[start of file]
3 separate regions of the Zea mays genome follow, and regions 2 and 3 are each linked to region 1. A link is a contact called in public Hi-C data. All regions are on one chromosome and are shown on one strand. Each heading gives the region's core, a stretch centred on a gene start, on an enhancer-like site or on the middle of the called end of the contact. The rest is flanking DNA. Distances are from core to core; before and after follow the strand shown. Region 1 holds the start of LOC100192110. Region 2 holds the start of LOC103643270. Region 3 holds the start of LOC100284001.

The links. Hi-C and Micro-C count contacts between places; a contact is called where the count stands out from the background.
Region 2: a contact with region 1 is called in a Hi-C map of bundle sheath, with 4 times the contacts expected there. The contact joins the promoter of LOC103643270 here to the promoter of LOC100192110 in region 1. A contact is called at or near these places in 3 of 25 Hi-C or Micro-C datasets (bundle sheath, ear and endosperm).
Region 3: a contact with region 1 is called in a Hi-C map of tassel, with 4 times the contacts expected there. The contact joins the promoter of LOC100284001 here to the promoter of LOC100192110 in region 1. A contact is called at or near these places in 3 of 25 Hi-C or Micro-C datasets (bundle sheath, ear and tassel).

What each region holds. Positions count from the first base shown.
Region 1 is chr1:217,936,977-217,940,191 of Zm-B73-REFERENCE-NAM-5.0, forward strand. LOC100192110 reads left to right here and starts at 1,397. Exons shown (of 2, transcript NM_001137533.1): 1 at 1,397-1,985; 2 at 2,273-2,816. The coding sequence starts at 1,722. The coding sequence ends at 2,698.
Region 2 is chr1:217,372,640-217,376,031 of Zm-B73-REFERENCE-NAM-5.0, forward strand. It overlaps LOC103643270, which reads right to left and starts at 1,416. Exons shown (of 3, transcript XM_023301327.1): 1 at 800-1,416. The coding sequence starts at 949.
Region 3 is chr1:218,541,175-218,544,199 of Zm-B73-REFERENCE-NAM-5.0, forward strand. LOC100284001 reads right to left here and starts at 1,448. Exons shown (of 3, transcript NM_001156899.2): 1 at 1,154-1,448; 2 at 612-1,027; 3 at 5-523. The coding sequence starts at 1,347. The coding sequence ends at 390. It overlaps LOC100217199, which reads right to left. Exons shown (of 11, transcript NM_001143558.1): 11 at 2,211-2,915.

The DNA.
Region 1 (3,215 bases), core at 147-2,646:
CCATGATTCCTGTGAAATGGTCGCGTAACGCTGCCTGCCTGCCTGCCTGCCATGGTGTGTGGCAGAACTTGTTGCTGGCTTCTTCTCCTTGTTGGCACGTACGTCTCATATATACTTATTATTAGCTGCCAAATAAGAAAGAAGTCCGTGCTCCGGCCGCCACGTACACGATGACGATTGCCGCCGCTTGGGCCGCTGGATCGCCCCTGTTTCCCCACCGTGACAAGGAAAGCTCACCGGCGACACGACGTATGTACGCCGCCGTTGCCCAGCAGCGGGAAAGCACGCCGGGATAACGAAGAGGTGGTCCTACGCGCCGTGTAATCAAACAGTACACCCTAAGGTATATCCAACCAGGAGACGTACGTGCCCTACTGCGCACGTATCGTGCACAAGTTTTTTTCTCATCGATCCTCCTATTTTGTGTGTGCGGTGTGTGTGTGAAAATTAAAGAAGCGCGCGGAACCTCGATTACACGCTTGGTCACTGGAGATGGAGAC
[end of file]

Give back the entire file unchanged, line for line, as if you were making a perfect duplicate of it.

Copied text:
3 separate regions of the Zea mays genome follow, and regions 2 and 3 are each linked to region 1. A link is a contact called in public Hi-C data. All regions are on one chromosome and are shown on one strand. Each heading gives the region's core, a stretch centred on a gene start, on an enhancer-like site or on the middle of the called end of the contact. The rest is flanking DNA. Distances are from core to core; before and after follow the strand shown. Region 1 holds the start of LOC100192110. Region 2 holds the start of LOC103643270. Region 3 holds the start of LOC100284001.

The links. Hi-C and Micro-C count contacts between places; a contact is called where the count stands out from the background.
Region 2: a contact with region 1 is called in a Hi-C map of bundle sheath, with 4 times the contacts expected there. The contact joins the promoter of LOC103643270 here to the promoter of LOC100192110 in region 1. A contact is called at or near these places in 3 of 25 Hi-C or Micro-C datasets (bundle sheath, ear and endosperm).
Region 3: a contact with region 1 is called in a Hi-C map of tassel, with 4 times the contacts expected there. The contact joins the promoter of LOC100284001 here to the promoter of LOC100192110 in region 1. A contact is called at or near these places in 3 of 25 Hi-C or Micro-C datasets (bundle sheath, ear and tassel).

What each region holds. Positions count from the first base shown.
Region 1 is chr1:217,936,977-217,940,191 of Zm-B73-REFERENCE-NAM-5.0, forward strand. LOC100192110 reads left to right here and starts at 1,397. Exons shown (of 2, transcript NM_001137533.1): 1 at 1,397-1,985; 2 at 2,273-2,816. The coding sequence starts at 1,722. The coding sequence ends at 2,698.
Region 2 is chr1:217,372,640-217,376,031 of Zm-B73-REFERENCE-NAM-5.0, forward strand. It overlaps LOC103643270, which reads right to left and starts at 1,416. Exons shown (of 3, transcript XM_023301327.1): 1 at 800-1,416. The coding sequence starts at 949.
Region 3 is chr1:218,541,175-218,544,199 of Zm-B73-REFERENCE-NAM-5.0, forward strand. LOC100284001 reads right to left here and starts at 1,448. Exons shown (of 3, transcript NM_001156899.2): 1 at 1,154-1,448; 2 at 612-1,027; 3 at 5-523. The coding sequence starts at 1,347. The coding sequence ends at 390. It overlaps LOC100217199, which reads right to left. Exons shown (of 11, transcript NM_001143558.1): 11 at 2,211-2,915.

The DNA.
Region 1 (3,215 bases), core at 147-2,646:
CCATGATTCCTGTGAAATGGTCGCGTAACGCTGCCTGCCTGCCTGCCTGCCATGGTGTGTGGCAGAACTTGTTGCTGGCTTCTTCTCCTTGTTGGCACGTACGTCTCATATATACTTATTATTAGCTGCCAAATAAGAAAGAAGTCCGTGCTCCGGCCGCCACGTACACGATGACGATTGCCGCCGCTTGGGCCGCTGGATCGCCCCTGTTTCCCCACCGTGACAAGGAAAGCTCACCGGCGACACGACGTATGTACGCCGCCGTTGCCCAGCAGCGGGAAAGCACGCCGGGATAACGAAGAGGTGGTCCTACGCGCCGTGTAATCAAACAGTACACCCTAAGGTATATCCAACCAGGAGACGTACGTGCCCTACTGCGCACGTATCGTGCACAAGTTTTTTTCTCATCGATCCTCCTATTTTGTGTGTGCGGTGTGTGTGTGAAAATTAAAGAAGCGCGCGGAACCTCGATTACACGCTTGGTCACTGGAGATGGAGAC